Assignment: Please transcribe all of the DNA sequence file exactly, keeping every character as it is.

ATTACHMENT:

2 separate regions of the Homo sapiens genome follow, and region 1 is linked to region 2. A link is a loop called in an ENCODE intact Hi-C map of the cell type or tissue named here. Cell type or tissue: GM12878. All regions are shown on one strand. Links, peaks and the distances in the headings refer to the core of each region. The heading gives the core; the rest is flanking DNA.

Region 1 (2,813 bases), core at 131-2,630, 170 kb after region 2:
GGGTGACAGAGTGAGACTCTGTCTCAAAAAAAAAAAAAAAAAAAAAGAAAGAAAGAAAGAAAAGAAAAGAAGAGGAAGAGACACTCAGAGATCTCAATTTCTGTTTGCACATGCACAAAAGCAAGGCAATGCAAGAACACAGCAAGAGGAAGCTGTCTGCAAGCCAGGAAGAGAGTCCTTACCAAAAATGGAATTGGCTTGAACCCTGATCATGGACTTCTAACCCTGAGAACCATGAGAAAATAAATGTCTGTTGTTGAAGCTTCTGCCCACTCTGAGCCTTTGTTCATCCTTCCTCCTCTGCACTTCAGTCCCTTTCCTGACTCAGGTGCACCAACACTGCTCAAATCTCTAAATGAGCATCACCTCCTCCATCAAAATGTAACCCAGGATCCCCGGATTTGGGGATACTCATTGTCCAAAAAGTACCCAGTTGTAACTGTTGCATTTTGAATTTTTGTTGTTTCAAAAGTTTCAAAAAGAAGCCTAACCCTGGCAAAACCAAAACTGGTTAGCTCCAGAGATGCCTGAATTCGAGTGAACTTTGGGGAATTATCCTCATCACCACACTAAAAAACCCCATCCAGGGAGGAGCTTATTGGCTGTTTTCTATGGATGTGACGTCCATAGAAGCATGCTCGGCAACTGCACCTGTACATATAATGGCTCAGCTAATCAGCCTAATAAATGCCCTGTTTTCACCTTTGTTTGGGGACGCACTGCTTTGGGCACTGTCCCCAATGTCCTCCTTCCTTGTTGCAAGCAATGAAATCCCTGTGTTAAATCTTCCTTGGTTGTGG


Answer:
2 separate regions of the Homo sapiens genome follow, and region 1 is linked to region 2. A link is a loop called in an ENCODE intact Hi-C map of the cell type or tissue named here. Cell type or tissue: GM12878. All regions are shown on one strand. Links, peaks and the distances in the headings refer to the core of each region. The heading gives the core; the rest is flanking DNA.

Region 1 (2,813 bases), core at 131-2,630, 170 kb after region 2:
GGGTGACAGAGTGAGACTCTGTCTCAAAAAAAAAAAAAAAAAAAAAGAAAGAAAGAAAGAAAAGAAAAGAAGAGGAAGAGACACTCAGAGATCTCAATTTCTGTTTGCACATGCACAAAAGCAAGGCAATGCAAGAACACAGCAAGAGGAAGCTGTCTGCAAGCCAGGAAGAGAGTCCTTACCAAAAATGGAATTGGCTTGAACCCTGATCATGGACTTCTAACCCTGAGAACCATGAGAAAATAAATGTCTGTTGTTGAAGCTTCTGCCCACTCTGAGCCTTTGTTCATCCTTCCTCCTCTGCACTTCAGTCCCTTTCCTGACTCAGGTGCACCAACACTGCTCAAATCTCTAAATGAGCATCACCTCCTCCATCAAAATGTAACCCAGGATCCCCGGATTTGGGGATACTCATTGTCCAAAAAGTACCCAGTTGTAACTGTTGCATTTTGAATTTTTGTTGTTTCAAAAGTTTCAAAAAGAAGCCTAACCCTGGCAAAACCAAAACTGGTTAGCTCCAGAGATGCCTGAATTCGAGTGAACTTTGGGGAATTATCCTCATCACCACACTAAAAAACCCCATCCAGGGAGGAGCTTATTGGCTGTTTTCTATGGATGTGACGTCCATAGAAGCATGCTCGGCAACTGCACCTGTACATATAATGGCTCAGCTAATCAGCCTAATAAATGCCCTGTTTTCACCTTTGTTTGGGGACGCACTGCTTTGGGCACTGTCCCCAATGTCCTCCTTCCTTGTTGCAAGCAATGAAATCCCTGTGTTAAATCTTCCTTGGTTGTGG